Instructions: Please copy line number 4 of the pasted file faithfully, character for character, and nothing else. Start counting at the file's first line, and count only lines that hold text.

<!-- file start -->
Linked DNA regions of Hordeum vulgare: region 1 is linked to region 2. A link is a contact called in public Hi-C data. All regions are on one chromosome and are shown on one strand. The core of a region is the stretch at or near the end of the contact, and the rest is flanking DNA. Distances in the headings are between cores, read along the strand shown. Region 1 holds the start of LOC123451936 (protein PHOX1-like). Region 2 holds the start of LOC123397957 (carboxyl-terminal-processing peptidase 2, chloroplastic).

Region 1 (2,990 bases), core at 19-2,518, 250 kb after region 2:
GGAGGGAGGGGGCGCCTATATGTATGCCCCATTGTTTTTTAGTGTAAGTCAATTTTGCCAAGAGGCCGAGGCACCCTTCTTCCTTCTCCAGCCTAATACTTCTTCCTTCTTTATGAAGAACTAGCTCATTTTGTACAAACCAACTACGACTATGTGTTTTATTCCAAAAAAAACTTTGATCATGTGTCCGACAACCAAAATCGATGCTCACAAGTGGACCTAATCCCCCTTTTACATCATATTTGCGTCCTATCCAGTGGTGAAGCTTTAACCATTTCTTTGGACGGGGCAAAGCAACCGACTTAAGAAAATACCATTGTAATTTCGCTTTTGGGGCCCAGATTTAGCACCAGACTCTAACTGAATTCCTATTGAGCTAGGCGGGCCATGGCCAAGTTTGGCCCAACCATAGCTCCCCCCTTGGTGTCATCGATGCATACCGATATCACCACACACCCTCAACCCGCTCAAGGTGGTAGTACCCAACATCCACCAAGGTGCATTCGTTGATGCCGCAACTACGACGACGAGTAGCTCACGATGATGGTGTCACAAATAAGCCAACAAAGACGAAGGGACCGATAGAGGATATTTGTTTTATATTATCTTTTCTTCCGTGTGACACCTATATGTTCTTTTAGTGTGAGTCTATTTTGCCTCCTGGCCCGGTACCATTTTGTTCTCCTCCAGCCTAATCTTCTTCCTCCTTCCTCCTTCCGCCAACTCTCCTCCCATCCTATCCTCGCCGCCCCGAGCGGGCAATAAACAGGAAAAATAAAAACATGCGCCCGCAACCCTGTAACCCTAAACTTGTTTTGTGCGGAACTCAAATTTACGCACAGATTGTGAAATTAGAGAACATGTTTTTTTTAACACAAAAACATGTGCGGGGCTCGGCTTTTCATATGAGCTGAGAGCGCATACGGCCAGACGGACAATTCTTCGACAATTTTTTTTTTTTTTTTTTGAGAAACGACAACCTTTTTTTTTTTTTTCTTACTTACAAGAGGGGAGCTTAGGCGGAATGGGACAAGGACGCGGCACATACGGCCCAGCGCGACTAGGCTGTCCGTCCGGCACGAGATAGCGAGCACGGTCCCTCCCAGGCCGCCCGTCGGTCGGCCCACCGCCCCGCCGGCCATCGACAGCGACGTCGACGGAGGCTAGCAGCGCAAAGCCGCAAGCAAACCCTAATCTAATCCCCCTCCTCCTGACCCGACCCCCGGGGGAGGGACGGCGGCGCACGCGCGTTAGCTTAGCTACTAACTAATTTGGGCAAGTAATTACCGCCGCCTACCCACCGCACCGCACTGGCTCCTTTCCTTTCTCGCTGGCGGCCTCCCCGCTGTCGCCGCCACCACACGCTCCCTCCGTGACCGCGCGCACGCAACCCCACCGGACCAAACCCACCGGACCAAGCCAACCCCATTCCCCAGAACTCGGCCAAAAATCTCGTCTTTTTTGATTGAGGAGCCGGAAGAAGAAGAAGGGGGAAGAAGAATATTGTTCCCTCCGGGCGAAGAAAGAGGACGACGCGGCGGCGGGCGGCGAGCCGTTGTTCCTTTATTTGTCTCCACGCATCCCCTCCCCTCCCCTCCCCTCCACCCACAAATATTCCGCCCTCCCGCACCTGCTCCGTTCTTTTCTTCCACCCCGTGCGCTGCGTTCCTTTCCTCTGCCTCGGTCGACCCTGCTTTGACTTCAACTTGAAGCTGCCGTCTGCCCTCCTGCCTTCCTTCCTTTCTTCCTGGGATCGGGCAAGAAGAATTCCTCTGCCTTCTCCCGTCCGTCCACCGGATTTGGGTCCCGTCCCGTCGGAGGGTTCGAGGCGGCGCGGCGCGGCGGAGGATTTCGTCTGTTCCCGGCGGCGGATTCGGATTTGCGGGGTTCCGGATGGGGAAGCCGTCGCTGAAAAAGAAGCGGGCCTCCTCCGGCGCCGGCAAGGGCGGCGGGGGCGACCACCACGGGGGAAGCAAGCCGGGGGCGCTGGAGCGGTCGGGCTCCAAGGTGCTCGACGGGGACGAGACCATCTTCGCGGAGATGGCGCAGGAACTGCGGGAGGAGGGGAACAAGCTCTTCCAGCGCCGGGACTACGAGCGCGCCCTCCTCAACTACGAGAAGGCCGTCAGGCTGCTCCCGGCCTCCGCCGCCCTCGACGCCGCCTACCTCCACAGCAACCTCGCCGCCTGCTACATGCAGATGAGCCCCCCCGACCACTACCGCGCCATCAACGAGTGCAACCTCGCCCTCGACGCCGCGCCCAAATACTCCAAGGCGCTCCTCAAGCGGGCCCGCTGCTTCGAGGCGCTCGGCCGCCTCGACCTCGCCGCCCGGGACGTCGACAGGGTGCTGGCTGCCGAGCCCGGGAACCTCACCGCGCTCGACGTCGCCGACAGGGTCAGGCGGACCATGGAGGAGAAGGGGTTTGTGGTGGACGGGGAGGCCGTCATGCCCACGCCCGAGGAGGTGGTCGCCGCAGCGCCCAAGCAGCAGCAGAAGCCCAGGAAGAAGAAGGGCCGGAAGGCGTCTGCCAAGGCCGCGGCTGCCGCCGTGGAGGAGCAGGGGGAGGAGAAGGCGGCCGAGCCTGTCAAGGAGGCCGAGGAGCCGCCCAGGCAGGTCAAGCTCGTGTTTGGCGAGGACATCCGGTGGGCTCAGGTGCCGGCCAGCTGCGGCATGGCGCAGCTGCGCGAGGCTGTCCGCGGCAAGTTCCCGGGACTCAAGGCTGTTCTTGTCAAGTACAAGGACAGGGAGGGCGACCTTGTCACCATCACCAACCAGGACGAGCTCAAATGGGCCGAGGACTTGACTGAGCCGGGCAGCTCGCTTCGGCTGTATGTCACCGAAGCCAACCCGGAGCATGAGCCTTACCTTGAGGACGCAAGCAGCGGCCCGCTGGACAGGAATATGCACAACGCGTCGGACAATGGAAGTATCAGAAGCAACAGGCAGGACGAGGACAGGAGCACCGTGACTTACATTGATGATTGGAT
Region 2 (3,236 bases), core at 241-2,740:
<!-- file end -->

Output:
Region 2 (3,236 bases), core at 241-2,740: